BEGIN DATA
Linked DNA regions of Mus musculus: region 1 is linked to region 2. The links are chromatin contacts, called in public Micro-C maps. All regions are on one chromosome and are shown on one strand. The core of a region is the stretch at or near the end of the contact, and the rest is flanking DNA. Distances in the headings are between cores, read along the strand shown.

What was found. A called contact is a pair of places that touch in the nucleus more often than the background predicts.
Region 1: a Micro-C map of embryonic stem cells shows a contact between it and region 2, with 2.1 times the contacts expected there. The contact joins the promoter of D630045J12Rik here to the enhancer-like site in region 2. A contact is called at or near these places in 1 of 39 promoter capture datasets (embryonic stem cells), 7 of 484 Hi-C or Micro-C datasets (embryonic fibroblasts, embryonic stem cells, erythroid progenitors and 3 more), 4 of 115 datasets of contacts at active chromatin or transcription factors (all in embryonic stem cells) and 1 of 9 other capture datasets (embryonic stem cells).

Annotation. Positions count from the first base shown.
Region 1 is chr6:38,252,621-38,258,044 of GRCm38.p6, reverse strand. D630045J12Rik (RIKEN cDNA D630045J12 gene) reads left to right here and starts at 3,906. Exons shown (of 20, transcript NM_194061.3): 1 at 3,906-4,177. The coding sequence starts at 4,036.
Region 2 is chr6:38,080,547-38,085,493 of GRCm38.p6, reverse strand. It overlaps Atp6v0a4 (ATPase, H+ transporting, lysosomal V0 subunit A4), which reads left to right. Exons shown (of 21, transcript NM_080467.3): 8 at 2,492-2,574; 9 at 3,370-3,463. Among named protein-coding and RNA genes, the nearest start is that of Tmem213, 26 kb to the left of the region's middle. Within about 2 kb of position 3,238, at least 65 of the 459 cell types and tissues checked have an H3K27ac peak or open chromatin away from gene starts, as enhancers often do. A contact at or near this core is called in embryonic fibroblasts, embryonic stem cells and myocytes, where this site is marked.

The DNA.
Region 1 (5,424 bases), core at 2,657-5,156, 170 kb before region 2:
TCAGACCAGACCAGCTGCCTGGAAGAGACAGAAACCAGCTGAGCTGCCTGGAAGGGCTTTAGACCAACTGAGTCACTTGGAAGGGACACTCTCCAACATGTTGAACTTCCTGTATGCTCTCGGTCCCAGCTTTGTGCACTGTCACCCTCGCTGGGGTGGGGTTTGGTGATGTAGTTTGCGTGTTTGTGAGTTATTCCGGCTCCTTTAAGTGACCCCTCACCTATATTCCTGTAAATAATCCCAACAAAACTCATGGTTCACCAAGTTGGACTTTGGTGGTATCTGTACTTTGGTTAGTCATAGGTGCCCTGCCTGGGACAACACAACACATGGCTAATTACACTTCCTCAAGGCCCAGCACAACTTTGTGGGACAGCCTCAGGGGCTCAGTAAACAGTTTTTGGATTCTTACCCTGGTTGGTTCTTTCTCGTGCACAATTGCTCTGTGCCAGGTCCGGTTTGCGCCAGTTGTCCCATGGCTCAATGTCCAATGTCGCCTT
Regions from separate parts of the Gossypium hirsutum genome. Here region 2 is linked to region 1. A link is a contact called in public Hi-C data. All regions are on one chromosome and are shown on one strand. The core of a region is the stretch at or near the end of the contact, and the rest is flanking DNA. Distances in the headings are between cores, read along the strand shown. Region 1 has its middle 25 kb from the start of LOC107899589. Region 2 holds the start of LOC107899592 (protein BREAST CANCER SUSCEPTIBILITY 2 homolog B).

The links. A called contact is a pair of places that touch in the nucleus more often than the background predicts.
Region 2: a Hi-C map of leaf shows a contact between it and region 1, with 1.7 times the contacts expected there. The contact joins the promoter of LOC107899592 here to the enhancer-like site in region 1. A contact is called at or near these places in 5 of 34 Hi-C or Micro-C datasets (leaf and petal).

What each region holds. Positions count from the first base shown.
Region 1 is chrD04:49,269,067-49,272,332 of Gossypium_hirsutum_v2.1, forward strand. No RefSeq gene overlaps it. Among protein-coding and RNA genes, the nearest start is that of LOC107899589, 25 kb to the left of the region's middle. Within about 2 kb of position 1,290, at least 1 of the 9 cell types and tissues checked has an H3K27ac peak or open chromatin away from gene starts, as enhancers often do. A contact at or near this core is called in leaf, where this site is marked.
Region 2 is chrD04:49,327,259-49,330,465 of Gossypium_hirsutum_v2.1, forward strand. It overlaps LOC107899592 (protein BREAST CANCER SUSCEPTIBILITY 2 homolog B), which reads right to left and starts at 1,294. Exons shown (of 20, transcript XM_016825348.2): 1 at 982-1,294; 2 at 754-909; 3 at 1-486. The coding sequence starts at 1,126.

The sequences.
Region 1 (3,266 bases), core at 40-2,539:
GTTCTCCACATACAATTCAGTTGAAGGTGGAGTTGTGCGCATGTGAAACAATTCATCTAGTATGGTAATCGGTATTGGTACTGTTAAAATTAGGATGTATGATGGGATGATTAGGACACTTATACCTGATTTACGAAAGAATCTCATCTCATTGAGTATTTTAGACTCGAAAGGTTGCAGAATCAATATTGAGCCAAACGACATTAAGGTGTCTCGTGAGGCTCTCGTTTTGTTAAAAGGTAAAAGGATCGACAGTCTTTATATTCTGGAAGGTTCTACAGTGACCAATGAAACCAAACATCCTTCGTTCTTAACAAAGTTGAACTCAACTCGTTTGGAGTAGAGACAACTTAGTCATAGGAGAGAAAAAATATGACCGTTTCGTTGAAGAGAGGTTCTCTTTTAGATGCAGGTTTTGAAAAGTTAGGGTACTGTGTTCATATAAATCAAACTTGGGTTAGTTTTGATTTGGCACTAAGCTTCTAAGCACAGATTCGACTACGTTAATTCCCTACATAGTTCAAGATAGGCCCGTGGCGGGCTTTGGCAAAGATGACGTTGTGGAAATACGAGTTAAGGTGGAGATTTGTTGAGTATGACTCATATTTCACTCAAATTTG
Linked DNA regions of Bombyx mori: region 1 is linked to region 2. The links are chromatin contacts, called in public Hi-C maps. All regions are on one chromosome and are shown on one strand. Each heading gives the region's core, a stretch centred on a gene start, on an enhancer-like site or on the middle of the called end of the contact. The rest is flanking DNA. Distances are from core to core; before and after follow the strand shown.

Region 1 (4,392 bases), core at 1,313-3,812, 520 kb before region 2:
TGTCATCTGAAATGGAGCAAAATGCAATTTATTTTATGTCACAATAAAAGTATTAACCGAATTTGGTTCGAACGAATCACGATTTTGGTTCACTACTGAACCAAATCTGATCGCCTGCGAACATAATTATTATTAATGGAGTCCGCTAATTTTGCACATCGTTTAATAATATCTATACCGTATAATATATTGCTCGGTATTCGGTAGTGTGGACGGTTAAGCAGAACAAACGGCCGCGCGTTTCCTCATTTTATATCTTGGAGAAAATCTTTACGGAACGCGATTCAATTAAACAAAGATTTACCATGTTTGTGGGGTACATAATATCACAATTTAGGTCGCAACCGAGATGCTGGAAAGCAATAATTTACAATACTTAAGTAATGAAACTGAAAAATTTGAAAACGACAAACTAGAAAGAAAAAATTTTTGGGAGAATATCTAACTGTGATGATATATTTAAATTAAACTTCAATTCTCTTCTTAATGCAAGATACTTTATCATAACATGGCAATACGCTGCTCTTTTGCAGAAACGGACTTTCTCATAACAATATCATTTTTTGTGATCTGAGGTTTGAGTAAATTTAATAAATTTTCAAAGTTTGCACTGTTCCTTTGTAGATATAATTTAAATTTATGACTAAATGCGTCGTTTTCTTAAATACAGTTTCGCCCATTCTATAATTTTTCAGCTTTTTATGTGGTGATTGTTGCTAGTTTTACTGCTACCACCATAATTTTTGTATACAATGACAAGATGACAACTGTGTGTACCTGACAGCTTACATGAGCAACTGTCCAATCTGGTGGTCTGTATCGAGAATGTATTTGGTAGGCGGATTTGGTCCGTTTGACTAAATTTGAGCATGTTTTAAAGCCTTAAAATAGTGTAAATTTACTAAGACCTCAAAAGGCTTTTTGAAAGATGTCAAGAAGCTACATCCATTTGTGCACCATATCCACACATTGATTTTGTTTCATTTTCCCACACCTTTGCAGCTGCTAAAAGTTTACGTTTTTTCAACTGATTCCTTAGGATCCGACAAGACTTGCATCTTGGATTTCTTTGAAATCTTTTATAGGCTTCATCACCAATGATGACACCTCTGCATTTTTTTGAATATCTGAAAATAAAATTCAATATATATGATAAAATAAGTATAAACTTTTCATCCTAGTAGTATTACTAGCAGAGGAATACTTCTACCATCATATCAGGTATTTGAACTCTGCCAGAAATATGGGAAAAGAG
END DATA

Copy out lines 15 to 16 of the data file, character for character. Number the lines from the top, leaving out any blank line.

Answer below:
Region 2 is chrD04:49,327,259-49,330,465 of Gossypium_hirsutum_v2.1, forward strand. It overlaps LOC107899592 (protein BREAST CANCER SUSCEPTIBILITY 2 homolog B), which reads right to left and starts at 1,294. Exons shown (of 20, transcript XM_016825348.2): 1 at 982-1,294; 2 at 754-909; 3 at 1-486. The coding sequence starts at 1,126.

The sequences.